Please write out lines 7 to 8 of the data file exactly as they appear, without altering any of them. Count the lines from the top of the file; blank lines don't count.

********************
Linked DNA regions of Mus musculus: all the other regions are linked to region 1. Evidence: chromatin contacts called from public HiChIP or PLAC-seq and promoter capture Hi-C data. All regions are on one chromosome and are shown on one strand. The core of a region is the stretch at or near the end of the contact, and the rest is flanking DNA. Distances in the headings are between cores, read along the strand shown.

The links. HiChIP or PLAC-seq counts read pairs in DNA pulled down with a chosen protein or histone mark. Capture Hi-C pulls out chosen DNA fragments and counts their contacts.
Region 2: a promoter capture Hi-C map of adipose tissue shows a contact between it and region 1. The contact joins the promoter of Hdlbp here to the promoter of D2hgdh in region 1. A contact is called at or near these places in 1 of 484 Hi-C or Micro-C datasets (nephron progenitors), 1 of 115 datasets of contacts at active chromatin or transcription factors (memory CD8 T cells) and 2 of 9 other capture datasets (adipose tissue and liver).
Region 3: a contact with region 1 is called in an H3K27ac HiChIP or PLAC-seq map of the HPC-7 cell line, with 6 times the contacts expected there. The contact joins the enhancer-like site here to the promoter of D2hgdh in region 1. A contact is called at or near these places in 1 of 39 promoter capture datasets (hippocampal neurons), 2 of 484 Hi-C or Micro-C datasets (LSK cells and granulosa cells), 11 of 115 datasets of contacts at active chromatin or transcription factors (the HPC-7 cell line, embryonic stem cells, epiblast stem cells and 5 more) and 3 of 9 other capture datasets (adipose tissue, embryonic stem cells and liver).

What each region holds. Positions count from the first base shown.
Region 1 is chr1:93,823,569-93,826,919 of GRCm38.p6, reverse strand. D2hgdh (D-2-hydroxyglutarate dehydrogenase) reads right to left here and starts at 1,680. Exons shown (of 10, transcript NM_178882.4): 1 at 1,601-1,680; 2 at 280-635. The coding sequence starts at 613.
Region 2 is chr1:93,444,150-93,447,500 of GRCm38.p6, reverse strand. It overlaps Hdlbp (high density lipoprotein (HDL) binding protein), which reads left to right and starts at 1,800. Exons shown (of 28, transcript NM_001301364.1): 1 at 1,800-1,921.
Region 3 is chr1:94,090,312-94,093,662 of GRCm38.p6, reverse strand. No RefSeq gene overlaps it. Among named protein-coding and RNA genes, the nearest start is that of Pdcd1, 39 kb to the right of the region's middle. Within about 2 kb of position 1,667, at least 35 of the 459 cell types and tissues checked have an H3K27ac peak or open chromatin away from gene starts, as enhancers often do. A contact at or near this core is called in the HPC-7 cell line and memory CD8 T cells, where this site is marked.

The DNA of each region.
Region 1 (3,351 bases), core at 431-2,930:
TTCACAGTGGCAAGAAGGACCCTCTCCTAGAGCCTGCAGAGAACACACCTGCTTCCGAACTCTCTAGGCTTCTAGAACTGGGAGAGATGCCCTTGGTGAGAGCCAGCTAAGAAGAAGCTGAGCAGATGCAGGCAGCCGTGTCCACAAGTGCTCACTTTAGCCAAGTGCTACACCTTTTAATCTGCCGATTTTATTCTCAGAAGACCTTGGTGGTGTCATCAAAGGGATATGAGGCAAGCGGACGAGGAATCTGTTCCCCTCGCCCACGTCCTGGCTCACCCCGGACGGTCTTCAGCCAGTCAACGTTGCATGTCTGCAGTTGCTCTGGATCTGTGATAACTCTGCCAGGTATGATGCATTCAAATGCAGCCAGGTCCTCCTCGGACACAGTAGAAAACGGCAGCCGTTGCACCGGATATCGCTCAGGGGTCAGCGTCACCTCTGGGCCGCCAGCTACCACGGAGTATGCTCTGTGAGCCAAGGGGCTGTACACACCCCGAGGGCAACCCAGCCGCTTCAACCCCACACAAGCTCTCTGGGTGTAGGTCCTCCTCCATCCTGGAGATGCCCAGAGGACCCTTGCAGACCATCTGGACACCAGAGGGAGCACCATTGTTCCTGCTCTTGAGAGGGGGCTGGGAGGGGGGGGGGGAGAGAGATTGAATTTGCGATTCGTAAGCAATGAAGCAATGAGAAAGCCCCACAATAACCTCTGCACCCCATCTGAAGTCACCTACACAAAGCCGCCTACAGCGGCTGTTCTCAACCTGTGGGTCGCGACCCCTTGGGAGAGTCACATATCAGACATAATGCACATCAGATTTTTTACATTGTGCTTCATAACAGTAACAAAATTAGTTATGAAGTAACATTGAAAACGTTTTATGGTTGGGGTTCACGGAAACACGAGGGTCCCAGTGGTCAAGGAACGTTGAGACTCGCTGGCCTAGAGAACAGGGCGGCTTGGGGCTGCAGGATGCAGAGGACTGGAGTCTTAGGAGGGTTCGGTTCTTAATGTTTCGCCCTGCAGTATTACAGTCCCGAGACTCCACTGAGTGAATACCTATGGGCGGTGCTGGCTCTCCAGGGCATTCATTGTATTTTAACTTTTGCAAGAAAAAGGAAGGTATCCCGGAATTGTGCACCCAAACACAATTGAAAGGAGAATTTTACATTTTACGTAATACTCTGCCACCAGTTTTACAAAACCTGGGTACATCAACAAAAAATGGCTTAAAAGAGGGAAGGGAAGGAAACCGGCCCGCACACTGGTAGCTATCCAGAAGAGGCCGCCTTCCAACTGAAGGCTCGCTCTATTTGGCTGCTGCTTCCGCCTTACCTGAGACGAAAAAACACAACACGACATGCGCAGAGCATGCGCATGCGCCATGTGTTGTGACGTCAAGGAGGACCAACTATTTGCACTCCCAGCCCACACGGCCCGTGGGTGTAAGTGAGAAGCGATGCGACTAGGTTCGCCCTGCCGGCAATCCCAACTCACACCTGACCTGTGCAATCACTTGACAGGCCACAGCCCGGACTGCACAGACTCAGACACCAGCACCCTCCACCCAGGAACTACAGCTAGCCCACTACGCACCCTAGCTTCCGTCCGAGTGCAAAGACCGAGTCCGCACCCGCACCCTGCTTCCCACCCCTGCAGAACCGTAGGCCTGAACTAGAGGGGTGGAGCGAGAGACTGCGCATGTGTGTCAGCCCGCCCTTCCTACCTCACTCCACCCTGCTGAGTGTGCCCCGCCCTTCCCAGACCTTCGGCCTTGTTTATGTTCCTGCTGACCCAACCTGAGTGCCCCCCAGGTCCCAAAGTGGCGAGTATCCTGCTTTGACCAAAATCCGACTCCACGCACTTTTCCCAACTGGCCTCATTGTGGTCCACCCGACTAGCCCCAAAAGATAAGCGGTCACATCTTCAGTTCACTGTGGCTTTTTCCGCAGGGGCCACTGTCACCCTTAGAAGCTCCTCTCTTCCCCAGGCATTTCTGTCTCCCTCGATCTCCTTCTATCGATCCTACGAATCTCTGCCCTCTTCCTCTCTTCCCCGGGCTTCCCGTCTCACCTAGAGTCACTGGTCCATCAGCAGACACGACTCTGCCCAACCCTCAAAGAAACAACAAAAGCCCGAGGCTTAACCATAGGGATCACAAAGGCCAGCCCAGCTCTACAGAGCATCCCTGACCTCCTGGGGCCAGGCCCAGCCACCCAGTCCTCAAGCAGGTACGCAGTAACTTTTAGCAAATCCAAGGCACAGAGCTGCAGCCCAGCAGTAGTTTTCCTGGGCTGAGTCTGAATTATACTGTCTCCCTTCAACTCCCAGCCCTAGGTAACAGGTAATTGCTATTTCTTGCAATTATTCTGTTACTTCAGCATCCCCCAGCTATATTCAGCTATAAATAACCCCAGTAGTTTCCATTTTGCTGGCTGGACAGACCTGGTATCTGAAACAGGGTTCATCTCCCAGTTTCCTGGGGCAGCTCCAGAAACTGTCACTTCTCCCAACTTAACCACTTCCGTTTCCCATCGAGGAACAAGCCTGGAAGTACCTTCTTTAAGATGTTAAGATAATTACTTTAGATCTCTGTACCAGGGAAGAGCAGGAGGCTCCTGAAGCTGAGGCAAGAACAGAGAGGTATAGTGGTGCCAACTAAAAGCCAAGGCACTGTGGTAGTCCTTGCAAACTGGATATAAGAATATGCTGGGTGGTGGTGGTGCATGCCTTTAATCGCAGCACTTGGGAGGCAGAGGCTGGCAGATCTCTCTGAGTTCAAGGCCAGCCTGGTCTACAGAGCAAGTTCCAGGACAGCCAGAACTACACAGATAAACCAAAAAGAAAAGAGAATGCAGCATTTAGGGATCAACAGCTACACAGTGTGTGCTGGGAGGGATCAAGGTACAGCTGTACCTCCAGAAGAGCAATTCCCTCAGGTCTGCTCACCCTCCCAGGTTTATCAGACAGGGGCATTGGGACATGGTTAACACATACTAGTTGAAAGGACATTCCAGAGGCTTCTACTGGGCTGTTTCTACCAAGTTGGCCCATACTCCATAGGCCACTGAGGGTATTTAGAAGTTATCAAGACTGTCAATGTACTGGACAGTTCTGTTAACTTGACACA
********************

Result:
Region 2 is chr1:93,444,150-93,447,500 of GRCm38.p6, reverse strand. It overlaps Hdlbp (high density lipoprotein (HDL) binding protein), which reads left to right and starts at 1,800. Exons shown (of 28, transcript NM_001301364.1): 1 at 1,800-1,921.
Region 3 is chr1:94,090,312-94,093,662 of GRCm38.p6, reverse strand. No RefSeq gene overlaps it. Among named protein-coding and RNA genes, the nearest start is that of Pdcd1, 39 kb to the right of the region's middle. Within about 2 kb of position 1,667, at least 35 of the 459 cell types and tissues checked have an H3K27ac peak or open chromatin away from gene starts, as enhancers often do. A contact at or near this core is called in the HPC-7 cell line and memory CD8 T cells, where this site is marked.